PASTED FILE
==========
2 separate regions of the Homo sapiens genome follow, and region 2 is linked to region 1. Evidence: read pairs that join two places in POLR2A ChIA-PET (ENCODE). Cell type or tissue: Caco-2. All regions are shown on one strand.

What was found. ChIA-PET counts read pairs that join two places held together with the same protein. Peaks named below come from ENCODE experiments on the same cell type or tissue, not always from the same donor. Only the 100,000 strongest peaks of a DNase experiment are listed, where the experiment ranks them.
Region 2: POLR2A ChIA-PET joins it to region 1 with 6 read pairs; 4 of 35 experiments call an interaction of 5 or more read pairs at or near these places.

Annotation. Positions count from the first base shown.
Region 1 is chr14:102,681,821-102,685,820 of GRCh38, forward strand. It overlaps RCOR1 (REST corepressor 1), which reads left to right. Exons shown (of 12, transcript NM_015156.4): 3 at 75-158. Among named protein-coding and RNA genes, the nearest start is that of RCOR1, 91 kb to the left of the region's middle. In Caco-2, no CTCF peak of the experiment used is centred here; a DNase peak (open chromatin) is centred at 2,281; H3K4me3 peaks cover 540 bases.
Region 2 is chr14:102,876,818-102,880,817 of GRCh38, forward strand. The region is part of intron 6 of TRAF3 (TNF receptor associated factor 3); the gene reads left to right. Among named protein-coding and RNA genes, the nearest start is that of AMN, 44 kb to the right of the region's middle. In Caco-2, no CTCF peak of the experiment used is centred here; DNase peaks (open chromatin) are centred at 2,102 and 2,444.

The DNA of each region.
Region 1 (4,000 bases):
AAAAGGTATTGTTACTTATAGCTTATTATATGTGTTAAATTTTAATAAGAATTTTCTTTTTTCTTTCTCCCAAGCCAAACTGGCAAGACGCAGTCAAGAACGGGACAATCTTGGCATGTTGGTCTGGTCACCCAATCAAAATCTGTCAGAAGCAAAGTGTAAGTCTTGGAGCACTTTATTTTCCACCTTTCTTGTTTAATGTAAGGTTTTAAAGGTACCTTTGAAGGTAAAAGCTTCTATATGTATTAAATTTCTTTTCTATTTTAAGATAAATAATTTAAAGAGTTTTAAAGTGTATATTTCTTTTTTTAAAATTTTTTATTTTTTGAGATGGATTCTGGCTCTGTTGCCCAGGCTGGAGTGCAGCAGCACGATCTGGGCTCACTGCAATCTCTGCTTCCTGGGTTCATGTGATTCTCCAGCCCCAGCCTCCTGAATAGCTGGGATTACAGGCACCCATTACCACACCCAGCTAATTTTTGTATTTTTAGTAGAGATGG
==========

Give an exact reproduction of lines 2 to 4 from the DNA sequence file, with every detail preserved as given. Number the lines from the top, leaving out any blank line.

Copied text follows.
What was found. ChIA-PET counts read pairs that join two places held together with the same protein. Peaks named below come from ENCODE experiments on the same cell type or tissue, not always from the same donor. Only the 100,000 strongest peaks of a DNase experiment are listed, where the experiment ranks them.
Region 2: POLR2A ChIA-PET joins it to region 1 with 6 read pairs; 4 of 35 experiments call an interaction of 5 or more read pairs at or near these places.

Annotation. Positions count from the first base shown.